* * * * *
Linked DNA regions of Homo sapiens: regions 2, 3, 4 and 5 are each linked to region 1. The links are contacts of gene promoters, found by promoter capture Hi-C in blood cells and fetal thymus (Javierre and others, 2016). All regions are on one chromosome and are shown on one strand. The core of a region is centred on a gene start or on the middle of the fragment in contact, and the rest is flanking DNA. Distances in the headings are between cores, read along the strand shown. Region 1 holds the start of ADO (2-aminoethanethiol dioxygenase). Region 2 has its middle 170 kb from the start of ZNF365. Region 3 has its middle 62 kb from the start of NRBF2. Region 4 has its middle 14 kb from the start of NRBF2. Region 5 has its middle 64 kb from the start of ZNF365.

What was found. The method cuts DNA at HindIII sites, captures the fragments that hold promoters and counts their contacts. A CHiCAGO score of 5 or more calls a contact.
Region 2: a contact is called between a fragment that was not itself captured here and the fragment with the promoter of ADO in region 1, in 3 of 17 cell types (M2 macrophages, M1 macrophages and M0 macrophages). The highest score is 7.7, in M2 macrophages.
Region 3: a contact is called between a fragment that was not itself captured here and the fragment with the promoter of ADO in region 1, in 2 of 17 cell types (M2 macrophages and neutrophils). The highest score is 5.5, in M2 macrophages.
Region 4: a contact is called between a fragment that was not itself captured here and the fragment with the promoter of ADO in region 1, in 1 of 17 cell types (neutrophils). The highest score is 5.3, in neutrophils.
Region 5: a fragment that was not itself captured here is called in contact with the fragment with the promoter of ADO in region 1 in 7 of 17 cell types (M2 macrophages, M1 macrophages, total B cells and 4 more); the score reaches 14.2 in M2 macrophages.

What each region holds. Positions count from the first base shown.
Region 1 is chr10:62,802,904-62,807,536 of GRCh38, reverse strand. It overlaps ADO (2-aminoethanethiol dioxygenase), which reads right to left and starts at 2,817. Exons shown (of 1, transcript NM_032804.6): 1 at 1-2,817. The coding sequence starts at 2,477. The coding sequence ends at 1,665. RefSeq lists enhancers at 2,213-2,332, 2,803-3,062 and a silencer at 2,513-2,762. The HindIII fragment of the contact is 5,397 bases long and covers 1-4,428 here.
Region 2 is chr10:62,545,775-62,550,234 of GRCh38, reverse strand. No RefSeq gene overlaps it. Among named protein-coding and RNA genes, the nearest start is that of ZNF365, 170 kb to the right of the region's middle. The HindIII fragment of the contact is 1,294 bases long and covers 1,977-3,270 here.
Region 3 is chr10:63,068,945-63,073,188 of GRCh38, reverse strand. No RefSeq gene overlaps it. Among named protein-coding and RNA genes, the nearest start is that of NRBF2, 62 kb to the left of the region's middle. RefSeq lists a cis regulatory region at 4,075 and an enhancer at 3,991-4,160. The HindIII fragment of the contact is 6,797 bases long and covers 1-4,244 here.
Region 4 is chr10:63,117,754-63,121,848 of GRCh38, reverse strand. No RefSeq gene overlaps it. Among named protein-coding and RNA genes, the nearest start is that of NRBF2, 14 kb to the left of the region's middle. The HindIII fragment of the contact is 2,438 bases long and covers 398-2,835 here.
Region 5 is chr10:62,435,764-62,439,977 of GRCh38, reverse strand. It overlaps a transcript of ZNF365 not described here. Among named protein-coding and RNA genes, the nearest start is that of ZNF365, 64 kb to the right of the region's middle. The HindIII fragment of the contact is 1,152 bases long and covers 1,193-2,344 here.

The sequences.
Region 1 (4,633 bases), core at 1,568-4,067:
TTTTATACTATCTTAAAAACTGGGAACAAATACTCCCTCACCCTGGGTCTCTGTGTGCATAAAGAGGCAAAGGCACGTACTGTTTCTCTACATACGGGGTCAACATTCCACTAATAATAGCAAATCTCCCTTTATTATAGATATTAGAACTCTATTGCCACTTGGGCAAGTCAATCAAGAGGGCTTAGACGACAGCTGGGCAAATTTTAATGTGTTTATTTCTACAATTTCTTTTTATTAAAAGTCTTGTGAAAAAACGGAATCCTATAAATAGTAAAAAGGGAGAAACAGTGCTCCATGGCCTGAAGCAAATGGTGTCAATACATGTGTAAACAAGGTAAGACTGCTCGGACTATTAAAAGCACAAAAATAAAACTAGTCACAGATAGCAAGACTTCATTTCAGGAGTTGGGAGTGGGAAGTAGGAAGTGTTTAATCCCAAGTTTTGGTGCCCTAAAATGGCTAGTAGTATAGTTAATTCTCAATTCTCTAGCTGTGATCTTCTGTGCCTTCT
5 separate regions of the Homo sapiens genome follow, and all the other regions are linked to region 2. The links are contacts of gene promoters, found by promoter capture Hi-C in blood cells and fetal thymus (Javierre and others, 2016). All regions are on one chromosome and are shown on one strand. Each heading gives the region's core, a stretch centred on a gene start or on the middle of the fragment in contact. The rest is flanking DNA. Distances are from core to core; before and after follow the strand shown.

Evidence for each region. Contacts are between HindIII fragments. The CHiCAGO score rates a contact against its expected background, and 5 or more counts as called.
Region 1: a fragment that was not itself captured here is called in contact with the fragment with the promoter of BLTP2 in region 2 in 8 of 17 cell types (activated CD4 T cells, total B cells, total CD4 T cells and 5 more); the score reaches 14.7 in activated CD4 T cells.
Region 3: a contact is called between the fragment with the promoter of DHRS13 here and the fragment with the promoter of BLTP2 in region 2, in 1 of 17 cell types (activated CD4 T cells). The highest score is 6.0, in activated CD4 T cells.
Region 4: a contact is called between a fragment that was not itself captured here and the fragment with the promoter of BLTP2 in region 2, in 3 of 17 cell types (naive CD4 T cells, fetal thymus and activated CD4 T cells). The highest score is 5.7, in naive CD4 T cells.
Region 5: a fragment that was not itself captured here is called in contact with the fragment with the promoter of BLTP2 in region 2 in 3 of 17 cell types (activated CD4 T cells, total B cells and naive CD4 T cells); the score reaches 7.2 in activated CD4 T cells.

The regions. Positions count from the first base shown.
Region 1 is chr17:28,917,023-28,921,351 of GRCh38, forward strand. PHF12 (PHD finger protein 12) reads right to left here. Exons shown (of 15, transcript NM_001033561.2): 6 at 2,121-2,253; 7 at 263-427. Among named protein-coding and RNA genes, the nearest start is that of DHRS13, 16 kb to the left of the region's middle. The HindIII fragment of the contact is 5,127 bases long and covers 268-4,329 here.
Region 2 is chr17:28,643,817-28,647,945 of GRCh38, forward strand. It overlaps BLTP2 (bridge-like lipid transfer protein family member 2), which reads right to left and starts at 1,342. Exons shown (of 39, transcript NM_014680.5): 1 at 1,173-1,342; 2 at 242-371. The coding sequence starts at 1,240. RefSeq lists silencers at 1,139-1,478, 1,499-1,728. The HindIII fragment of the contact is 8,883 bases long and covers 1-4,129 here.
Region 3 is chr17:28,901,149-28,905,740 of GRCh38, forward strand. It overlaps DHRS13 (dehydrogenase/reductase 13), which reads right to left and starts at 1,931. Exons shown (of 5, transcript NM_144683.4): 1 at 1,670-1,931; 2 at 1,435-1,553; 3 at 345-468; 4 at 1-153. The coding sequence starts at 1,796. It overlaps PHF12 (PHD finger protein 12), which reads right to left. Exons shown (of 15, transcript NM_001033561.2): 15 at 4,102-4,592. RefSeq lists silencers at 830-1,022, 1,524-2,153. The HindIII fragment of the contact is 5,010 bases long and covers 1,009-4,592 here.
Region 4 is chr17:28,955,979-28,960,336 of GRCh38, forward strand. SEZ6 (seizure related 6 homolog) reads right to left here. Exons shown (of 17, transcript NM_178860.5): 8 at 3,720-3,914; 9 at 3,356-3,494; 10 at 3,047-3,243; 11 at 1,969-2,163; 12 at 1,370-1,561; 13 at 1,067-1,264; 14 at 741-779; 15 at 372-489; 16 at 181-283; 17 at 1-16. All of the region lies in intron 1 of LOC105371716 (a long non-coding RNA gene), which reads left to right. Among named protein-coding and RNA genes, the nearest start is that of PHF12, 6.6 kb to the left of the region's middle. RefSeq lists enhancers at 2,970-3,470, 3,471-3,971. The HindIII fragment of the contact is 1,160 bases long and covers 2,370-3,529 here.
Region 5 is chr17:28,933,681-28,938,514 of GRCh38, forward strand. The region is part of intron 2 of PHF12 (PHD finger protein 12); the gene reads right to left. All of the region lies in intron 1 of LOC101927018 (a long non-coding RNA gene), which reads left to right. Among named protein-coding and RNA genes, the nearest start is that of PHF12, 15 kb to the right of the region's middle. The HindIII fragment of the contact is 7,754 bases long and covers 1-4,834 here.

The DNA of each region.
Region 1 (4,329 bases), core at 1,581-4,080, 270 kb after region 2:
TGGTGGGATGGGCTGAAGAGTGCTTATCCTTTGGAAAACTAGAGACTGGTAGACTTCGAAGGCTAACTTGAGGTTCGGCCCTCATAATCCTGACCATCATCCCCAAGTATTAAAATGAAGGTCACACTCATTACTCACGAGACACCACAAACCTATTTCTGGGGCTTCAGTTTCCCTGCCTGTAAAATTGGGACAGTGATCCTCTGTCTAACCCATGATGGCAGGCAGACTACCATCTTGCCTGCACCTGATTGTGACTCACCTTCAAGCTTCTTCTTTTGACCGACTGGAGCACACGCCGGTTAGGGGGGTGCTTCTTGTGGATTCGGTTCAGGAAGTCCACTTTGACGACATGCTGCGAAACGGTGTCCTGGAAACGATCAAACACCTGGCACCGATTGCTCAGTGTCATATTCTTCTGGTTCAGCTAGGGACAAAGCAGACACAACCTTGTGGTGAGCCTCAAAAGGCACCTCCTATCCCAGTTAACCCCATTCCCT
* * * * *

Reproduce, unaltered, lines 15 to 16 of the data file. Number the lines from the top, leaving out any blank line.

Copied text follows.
TTTTATACTATCTTAAAAACTGGGAACAAATACTCCCTCACCCTGGGTCTCTGTGTGCATAAAGAGGCAAAGGCACGTACTGTTTCTCTACATACGGGGTCAACATTCCACTAATAATAGCAAATCTCCCTTTATTATAGATATTAGAACTCTATTGCCACTTGGGCAAGTCAATCAAGAGGGCTTAGACGACAGCTGGGCAAATTTTAATGTGTTTATTTCTACAATTTCTTTTTATTAAAAGTCTTGTGAAAAAACGGAATCCTATAAATAGTAAAAAGGGAGAAACAGTGCTCCATGGCCTGAAGCAAATGGTGTCAATACATGTGTAAACAAGGTAAGACTGCTCGGACTATTAAAAGCACAAAAATAAAACTAGTCACAGATAGCAAGACTTCATTTCAGGAGTTGGGAGTGGGAAGTAGGAAGTGTTTAATCCCAAGTTTTGGTGCCCTAAAATGGCTAGTAGTATAGTTAATTCTCAATTCTCTAGCTGTGATCTTCTGTGCCTTCT
5 separate regions of the Homo sapiens genome follow, and all the other regions are linked to region 2. The links are contacts of gene promoters, found by promoter capture Hi-C in blood cells and fetal thymus (Javierre and others, 2016). All regions are on one chromosome and are shown on one strand. Each heading gives the region's core, a stretch centred on a gene start or on the middle of the fragment in contact. The rest is flanking DNA. Distances are from core to core; before and after follow the strand shown.